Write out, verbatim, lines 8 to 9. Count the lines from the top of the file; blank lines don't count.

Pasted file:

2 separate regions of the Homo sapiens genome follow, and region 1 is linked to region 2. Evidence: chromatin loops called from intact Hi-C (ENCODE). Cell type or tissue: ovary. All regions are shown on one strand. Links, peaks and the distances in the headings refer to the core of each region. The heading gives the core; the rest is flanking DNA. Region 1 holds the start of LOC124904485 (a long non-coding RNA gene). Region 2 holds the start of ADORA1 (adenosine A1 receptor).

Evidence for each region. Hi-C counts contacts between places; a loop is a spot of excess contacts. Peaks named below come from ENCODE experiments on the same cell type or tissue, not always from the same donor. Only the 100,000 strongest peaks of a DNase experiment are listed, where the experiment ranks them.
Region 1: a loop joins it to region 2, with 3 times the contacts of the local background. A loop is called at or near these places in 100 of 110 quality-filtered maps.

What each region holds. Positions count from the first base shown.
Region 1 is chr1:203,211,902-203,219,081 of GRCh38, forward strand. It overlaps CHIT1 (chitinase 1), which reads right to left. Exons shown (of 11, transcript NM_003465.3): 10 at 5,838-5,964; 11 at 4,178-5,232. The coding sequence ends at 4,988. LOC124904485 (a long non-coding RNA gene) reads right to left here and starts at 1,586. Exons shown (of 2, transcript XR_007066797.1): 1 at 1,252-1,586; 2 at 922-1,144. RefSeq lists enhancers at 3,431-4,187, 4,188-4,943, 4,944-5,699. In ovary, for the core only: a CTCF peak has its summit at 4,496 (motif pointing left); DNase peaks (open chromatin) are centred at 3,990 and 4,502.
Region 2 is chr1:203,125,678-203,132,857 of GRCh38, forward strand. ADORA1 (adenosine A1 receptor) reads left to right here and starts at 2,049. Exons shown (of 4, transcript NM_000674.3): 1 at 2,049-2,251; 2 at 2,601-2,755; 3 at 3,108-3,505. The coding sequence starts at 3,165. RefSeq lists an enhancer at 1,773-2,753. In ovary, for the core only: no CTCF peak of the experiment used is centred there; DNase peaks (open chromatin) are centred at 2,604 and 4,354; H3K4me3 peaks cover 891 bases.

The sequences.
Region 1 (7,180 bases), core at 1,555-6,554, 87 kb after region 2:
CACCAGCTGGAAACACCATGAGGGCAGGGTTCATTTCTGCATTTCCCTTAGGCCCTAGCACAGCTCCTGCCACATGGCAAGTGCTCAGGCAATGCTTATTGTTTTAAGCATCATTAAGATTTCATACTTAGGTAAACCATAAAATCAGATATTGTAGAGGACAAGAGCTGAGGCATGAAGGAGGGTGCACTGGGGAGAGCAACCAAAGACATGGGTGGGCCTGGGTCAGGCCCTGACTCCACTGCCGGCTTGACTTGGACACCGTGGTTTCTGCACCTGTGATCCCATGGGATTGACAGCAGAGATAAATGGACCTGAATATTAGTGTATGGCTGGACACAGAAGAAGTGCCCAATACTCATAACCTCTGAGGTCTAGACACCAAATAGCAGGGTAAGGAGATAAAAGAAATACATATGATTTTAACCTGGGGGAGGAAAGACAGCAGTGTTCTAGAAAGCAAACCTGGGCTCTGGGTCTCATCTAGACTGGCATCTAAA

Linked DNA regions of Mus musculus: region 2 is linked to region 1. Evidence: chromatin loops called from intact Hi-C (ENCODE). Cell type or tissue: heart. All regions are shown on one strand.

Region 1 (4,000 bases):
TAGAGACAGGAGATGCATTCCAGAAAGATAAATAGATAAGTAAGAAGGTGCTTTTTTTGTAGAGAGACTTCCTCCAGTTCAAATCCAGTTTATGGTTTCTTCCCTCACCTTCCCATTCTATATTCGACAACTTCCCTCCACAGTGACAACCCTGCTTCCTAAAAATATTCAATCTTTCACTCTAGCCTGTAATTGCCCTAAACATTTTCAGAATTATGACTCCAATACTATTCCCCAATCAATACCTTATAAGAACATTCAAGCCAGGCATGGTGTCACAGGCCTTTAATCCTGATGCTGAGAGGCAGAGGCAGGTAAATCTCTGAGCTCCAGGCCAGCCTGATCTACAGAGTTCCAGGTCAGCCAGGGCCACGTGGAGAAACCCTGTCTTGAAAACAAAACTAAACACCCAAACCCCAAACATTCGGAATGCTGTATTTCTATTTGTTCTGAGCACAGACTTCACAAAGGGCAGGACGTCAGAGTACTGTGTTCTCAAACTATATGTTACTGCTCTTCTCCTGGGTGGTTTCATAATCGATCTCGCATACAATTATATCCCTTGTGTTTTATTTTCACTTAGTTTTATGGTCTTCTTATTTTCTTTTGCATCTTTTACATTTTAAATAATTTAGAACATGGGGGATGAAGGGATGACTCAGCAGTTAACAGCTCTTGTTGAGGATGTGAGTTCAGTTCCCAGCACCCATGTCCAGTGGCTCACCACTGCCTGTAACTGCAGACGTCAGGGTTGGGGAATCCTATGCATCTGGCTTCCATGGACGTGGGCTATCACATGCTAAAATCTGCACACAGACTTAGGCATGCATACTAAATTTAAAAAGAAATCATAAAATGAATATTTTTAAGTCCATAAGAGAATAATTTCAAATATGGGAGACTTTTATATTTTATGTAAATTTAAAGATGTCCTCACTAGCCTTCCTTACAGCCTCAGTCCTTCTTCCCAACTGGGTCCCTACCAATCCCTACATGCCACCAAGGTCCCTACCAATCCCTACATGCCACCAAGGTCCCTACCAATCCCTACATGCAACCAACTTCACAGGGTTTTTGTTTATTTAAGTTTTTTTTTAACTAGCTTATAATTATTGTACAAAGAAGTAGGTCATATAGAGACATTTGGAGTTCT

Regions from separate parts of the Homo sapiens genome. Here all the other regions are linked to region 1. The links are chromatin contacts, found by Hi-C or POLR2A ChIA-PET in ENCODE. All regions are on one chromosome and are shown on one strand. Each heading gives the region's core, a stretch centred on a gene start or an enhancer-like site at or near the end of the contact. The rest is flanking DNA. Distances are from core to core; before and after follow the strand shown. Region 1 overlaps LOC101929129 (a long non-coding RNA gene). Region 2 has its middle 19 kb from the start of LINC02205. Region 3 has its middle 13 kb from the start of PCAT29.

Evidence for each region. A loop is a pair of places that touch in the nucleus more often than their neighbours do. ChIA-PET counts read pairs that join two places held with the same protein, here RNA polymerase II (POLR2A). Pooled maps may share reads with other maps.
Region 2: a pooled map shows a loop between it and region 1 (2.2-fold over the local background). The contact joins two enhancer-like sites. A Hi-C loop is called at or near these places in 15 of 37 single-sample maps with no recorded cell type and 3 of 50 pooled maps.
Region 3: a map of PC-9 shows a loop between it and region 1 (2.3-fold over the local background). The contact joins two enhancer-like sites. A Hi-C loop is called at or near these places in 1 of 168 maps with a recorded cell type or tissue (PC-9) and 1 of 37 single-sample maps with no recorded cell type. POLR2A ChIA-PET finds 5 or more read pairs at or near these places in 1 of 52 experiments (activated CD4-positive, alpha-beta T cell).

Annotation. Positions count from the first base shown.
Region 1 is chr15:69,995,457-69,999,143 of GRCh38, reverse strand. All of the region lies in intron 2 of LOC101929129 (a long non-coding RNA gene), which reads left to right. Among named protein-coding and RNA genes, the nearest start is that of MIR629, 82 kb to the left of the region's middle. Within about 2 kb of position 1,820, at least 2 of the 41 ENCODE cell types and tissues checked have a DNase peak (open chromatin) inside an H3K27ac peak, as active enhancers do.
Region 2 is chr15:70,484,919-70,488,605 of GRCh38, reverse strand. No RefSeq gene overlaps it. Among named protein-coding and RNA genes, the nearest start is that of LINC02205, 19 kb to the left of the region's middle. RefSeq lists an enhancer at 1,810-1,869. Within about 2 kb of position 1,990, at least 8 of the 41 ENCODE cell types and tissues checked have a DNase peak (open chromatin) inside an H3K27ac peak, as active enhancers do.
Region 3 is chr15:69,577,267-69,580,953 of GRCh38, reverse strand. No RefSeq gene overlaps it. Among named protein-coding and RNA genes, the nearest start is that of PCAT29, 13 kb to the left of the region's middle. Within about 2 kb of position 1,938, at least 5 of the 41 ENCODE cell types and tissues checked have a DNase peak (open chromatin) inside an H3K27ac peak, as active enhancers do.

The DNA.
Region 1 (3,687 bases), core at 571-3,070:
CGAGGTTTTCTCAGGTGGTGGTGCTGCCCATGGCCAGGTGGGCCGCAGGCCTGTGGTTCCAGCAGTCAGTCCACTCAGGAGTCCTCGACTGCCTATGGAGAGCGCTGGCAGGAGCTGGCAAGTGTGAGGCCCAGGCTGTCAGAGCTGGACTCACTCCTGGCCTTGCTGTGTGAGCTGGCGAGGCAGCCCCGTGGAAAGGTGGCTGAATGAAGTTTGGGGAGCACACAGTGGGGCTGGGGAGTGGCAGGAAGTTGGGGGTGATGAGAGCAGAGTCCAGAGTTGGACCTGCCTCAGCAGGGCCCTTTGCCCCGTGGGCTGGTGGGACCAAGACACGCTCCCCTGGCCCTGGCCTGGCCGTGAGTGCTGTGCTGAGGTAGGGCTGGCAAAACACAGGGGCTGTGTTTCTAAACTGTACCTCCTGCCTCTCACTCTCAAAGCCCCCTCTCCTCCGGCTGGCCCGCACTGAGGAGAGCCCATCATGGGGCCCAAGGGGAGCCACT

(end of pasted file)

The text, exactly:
Region 1 (7,180 bases), core at 1,555-6,554, 87 kb after region 2:
CACCAGCTGGAAACACCATGAGGGCAGGGTTCATTTCTGCATTTCCCTTAGGCCCTAGCACAGCTCCTGCCACATGGCAAGTGCTCAGGCAATGCTTATTGTTTTAAGCATCATTAAGATTTCATACTTAGGTAAACCATAAAATCAGATATTGTAGAGGACAAGAGCTGAGGCATGAAGGAGGGTGCACTGGGGAGAGCAACCAAAGACATGGGTGGGCCTGGGTCAGGCCCTGACTCCACTGCCGGCTTGACTTGGACACCGTGGTTTCTGCACCTGTGATCCCATGGGATTGACAGCAGAGATAAATGGACCTGAATATTAGTGTATGGCTGGACACAGAAGAAGTGCCCAATACTCATAACCTCTGAGGTCTAGACACCAAATAGCAGGGTAAGGAGATAAAAGAAATACATATGATTTTAACCTGGGGGAGGAAAGACAGCAGTGTTCTAGAAAGCAAACCTGGGCTCTGGGTCTCATCTAGACTGGCATCTAAA